However, Davis J outlined “doubts” which have been cast in both England and Australia as to whether inconvenience and procedural disadvantages in the nominated jurisdiction are indeed relevant considerations. [59]. In particular, his Honour noted the recent New South Wales Court of Appeal decision of Australian Health & Nutrition Association Ltd v Hive Marketing Group (2019) 99 NSWLR 419 and, specifically, statements by Bell P. In that case, Bell P had adopted the approaches of Waller J in British Aerospace plc v Dee Howard Co [1993] 1 Lloyd’s Rep 368, and Allsop J (as his Honour then was) in Incitec Ltd v Alkimos Shipping Corp (2004) 138 FCR 496. That approach considered that if the operation of the exclusive jurisdiction clause causes inconvenience to a party which bound itself to the clause, that inconvenience is a direct consequence of the bargain and can generally be “set to one side”. [61].

Justice Davis described Bell P’s adoption of these statements of principle as “not inconsistent” with any decision of the High Court. Indeed, in his Honour’s view, Bell P’s approach is wholly consistent with statements in Akai. Moreover, his Honour noted that there is no Queensland authority which is inconsistent with the approach. [63].

However, Davis J noted that his judgment in the present case was not ultimately a matter of whether issues of inconvenience are or are not relevant considerations. [64]. His Honour considered that the parties must be taken to have considered, when they entered to the contract, “the commercial wisdom” of agreeing to the clause. His Honour identified “an apparent lack of logic” in starting from the proposition that parties are bound by their agreement, but then exercising a discretion to “effectively relieve” one party from its obligations on account of factors which were in existence and could have been considered by the parties. Therefore, even if it is strictly relevant to consider certain factors, Davis J held that those factors “can hardly be weighty in the exercise of discretion where one party seeks to deny the other the benefit of the covenant”. [65].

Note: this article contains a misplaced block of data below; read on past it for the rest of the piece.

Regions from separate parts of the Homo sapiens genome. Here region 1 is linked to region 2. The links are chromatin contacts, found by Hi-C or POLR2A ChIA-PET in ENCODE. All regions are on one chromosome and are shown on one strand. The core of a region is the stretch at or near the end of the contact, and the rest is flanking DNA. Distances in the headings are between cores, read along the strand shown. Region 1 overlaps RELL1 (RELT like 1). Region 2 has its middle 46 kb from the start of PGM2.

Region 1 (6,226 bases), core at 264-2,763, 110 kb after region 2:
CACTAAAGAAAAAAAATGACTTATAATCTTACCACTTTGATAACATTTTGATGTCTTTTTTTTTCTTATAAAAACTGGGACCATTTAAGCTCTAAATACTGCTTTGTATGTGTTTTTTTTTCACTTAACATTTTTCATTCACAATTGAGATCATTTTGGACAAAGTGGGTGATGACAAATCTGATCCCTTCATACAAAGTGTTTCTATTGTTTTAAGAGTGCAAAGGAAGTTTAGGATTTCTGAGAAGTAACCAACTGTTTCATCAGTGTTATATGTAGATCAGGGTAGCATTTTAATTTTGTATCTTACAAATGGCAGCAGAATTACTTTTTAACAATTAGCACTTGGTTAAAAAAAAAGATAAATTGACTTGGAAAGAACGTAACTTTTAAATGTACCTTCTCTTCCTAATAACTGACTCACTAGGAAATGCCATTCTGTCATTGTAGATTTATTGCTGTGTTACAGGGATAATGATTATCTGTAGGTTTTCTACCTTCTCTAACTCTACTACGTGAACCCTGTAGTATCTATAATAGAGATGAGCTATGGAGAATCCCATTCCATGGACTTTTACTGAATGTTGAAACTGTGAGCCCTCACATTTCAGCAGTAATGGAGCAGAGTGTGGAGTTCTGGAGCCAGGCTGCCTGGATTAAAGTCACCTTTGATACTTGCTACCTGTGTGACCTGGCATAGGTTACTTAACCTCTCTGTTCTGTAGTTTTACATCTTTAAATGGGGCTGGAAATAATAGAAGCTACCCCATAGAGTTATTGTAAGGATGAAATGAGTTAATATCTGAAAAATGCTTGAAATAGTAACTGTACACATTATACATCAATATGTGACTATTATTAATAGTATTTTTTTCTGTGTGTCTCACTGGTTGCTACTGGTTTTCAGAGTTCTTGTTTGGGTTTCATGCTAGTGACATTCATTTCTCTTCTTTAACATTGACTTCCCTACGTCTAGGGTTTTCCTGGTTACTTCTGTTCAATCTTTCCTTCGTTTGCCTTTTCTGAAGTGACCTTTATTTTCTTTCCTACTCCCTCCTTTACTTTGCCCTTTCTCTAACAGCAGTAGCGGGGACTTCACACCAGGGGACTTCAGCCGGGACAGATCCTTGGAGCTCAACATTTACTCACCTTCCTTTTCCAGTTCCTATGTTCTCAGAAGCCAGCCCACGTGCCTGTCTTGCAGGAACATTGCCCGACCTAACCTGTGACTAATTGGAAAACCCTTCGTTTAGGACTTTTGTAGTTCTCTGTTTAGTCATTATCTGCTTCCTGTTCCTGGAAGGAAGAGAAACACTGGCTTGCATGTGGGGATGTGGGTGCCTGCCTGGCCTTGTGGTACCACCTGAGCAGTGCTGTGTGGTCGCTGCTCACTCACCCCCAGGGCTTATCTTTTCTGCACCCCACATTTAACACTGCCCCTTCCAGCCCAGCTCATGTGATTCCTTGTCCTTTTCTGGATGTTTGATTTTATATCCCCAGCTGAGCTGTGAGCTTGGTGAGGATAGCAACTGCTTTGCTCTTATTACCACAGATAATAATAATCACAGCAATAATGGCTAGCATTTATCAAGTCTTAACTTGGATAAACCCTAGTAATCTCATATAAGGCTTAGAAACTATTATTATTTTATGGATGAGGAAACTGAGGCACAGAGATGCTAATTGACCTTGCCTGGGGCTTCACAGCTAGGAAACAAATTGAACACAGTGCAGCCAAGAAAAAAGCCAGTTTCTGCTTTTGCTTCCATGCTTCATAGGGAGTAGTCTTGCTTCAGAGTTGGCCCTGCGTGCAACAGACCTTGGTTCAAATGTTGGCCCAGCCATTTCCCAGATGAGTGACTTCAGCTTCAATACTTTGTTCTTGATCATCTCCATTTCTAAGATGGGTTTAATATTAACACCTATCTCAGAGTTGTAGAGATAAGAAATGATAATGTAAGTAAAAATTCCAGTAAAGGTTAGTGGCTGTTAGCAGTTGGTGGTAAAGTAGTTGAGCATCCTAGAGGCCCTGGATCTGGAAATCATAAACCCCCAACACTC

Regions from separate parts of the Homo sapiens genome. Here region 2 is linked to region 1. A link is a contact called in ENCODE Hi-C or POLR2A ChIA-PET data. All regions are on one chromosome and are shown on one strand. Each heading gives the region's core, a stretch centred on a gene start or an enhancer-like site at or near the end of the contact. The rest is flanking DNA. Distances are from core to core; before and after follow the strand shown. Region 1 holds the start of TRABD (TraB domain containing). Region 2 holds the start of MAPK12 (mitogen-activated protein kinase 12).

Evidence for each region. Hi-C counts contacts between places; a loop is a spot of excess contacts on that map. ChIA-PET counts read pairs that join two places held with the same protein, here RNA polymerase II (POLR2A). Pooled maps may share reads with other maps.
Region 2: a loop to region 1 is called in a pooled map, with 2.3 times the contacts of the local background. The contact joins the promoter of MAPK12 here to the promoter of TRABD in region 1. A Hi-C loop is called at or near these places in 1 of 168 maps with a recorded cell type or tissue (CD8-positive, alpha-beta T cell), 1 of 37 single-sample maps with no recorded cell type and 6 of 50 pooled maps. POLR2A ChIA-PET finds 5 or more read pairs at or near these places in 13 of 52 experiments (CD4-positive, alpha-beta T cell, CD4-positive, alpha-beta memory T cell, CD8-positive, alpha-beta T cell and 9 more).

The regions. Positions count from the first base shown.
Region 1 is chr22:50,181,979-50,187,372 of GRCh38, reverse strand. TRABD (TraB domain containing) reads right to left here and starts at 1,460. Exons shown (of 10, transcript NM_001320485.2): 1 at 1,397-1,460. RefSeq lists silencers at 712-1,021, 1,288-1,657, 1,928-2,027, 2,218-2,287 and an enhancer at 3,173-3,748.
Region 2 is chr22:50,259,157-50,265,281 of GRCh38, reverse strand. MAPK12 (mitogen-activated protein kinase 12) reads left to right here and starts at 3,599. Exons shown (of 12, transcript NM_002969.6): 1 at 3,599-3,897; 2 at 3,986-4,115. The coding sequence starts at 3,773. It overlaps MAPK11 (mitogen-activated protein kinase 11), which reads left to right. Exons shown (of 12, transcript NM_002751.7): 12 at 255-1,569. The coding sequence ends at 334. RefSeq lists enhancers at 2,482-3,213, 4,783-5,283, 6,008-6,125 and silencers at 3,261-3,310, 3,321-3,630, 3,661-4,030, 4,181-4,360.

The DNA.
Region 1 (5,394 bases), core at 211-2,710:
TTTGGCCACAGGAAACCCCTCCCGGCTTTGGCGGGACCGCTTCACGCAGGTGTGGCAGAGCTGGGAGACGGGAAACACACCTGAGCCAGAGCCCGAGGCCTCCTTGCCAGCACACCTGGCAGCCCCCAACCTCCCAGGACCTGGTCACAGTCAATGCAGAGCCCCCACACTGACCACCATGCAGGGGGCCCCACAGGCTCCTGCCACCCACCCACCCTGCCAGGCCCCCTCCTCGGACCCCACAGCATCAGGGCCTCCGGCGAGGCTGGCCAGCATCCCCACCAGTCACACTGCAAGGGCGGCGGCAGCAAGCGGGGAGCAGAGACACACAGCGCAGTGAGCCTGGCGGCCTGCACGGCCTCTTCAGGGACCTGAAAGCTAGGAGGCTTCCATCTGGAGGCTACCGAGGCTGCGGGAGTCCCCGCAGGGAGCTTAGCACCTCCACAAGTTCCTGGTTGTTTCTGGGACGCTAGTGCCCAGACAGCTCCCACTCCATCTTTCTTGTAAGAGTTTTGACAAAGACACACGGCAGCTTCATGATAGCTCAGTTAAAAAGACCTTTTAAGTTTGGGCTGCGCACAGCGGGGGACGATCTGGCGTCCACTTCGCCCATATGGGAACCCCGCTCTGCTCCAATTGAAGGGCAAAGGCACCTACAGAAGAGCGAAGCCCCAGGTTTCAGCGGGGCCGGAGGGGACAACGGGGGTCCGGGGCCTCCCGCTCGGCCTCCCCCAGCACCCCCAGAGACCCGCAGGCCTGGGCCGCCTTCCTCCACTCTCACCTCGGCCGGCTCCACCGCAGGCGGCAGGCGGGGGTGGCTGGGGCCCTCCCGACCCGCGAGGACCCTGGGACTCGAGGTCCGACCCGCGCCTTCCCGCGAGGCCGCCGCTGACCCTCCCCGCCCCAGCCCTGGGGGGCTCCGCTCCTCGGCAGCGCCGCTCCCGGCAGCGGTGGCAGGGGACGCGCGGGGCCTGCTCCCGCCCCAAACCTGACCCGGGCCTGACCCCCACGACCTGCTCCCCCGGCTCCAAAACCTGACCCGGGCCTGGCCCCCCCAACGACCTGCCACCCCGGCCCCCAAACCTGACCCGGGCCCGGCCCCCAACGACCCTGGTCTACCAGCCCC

Justice Davis noted that the parties, and the subject matter of the contract had a connection with the law of Australia, and that the contract was signed in Australia. The contract also clearly contemplated at least partial performance in Australia. [66]. Therefore, the parties must have either foreseen or could have foreseen a potential breach in Australia. Notwithstanding this, the parties still agreed to litigate any dispute in Macau pursuant to the laws of Macau. [67]. His Honour noted that a submission that the defendant was seeking some procedural or other advantage by litigating the dispute in Macau should be rejected on the basis that to do so would be nothing more than taking the benefit of the commercial bargain as negotiated. [68].

Ultimately, Davis J found there was nothing to suggest that the plaintiffs could not obtain proper remedies in the courts of Macau according to the law of Macau. Rather, the evidence revealed that damages were available in Macau and that there was an effective legal system to hear the dispute. His Honour found no evidence that litigation in Macau would frustrate the plaintiffs’ pursuit of a proper remedy. [69]. Therefore, his Honour held that the defendant should not be denied the right to enforce the governing law clause.

Contrary to the submissions of the plaintiffs, his Honour considered that there was little, if any, evidence as to the impact of the COVID-19 pandemic upon litigation in Macau. However, his Honour did accept that if the pandemic developed “so as to effectively prevent, or unduly frustrate” litigation in Macau, that would be a discretionary consideration in favour of allowing the plaintiffs to litigate in Queensland. [70].

In terms of whether a stay or dismissal of the claim was the appropriate remedy, his Honour considered that the prospects of there being a change in circumstances which would justify revisiting the exercise of discretion were “highly speculative”. Therefore, the claim was dismissed. [74].

K Anderson